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Web scraping with F#

Dragos gives a quick insight into how to use F# for web scraping

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Today we will play around with web scraping in F#. Web scraping can be useful for gathering and processing data from the internet. In this blog post, we will learn how to navigate through a fictional bookstore website, extract the author from every book displayed, and then we can count how many times that author appeared and who wrote the most books.

Let's pretend our fictional book store site uses pagination, so a list of numbers dedicated to each page usually found at the bottom and when an index is clicked it will redirect to the page with the number index. Also, on each page we have a list of books that can be clicked and it will redirect to a page describing more information about the book, including the author's name.

Looking at the page we can identify two important elements:

  • list of books
  • pagination

Web scraping in dev tools

Before we go into the code, we can quickly make sure we get the right elements by using the dev console and querySelector.

If you hover over the console results, your queried element should be highlighted.

F# Implementation

Note: This will be done in a fsx file that can be run with dotnet fsi or or VSC if you have the ionide extension

Now let's write some code

We will start by adding the FSharp.Data nuget which will help us with web scraping

#r "nuget: FSharp.Data, 5.0.2"

open FSharp.Data

Let's get the first page:

let url = "https://www.fictional-bookstore.com/page/1/"
let page = HtmlDocument.Load(url)

Because we will iterate over the all of the pages lets make sure we get the last page number:

let lastPageNumber = 
    |> Seq.filter (fun elem -> elem.HasClass(".next") |> not ) 
    |> Seq.last 
    |> fun elem -> elem.DirectInnerText().Trim() 
    |> int

Using the cssSelect method we are getting pagination with class name 'foo' which includes the numbers for each page. Pagination also includes the button "Next" so we are going to filter that out and get the last number.

Let's create a function that will get us the name from the book page:

let nameFromBookpage (link:string) :string =
    |> HtmlDocument.Load
    |> fun page -> page.CssSelect(".book-author")
    |> Seq.head
    |> fun post -> post.Descendants "a" |> Seq.head
    |> fun element -> element.DirectInnerText().Trim()

We have a link as a parameter, this link will directly go to the book's page because that's where the author's name is. The name is wrapped into a clickable element, so we are looking to find the a tag and extract its text.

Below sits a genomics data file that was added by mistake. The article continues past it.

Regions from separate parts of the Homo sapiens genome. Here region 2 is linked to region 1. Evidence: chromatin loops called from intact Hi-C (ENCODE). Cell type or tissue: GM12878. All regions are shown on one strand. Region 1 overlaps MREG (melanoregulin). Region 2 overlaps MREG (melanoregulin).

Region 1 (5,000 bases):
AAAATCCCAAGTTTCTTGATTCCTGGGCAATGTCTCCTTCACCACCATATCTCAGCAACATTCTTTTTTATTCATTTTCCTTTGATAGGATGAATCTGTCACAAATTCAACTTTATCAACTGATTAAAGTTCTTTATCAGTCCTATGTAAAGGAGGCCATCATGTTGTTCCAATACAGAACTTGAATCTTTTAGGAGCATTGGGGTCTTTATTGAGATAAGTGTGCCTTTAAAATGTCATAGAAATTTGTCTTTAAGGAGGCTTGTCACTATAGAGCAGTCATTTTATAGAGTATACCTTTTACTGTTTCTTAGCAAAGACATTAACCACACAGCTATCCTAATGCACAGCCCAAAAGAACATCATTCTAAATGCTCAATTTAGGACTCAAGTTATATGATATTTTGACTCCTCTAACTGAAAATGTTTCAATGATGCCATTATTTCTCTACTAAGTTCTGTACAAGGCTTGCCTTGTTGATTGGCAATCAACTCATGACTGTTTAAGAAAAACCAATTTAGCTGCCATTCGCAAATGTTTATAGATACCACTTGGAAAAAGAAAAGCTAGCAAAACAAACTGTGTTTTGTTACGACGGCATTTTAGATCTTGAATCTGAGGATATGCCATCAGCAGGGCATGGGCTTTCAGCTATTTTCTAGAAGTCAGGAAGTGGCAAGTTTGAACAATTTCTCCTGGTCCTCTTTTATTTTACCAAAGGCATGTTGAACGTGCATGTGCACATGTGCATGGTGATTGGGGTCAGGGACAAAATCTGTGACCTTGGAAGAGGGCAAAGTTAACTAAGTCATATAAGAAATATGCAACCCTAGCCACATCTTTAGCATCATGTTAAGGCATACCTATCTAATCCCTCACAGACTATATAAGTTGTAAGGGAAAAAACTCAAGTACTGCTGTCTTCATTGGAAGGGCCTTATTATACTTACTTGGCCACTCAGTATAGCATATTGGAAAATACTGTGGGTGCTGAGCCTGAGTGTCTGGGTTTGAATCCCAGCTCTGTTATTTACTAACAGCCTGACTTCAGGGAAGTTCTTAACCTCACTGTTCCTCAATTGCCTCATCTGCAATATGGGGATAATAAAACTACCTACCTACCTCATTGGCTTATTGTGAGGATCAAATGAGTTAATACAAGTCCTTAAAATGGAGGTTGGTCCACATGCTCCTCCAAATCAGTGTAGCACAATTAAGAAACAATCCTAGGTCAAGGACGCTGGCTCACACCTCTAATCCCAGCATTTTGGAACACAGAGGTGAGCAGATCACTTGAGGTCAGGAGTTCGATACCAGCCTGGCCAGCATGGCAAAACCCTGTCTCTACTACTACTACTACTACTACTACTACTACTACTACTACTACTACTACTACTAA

Now we are going to make a function that will extract the link to the book:

let linkFromPost (post:HtmlNode) :string =
    post.Descendants "a"
    |> Seq.head
    |> fun html -> html.AttributeValue "href"

Now that we have all these helpful functions, let's write another function! This time for getting the list of names from the page:

let listNamesFromPage (page:HtmlDocument) : string list = 
    |> fun page -> page.CssSelect(".list-books") 
    |> Seq.head 
    |> fun main -> main.CssSelect(".book-item")
    |> List.map (fun post -> linkFromPost post |> nameFromBookpage)

The value given in the parameter page will contain the list of book summaries and a link to it. Using the CssSelect method we are able to extract the element containing the list of books summaries, we then iterate over that list to get the link for each book and finally we get the name using the link.

We now have the ability to get a list of names from a page but we still need to group them by author, count them and also make sure we get all the authors from the previous pages.

Let's do it:

let numbers = Seq.init lastPageNumber (fun i -> i + 1)

let collectionAuthors =
    |> Seq.map (fun index -> 
        ( HtmlDocument.Load($"https://www.fictional-bookstore.com/page/{index}/") 
        |> listNamesFromPage 
    |> Seq.collect id
    |> Seq.countBy id
    |> Seq.sortByDescending snd

We are iterating over the number of pages until we get to the last, and in each iteration we use the index to get a list of names from each page. We concatenate all of them together giving us a list of names which can be duplicates! We make use of countBy to group all of them together giving us a tuple with the author and how many instances of that author were in the list. Lastly, we use sortByDescending to return a descending list of who wrote the most books.

Once you run it, there will be a bit of delay as it searches all the pages but you should end up with this:

(John Smith, 73)
(Jane Smith, 31)
(James Bond, 28)


As you can see web scraping can be great tool for gathering information and learning from it 🙂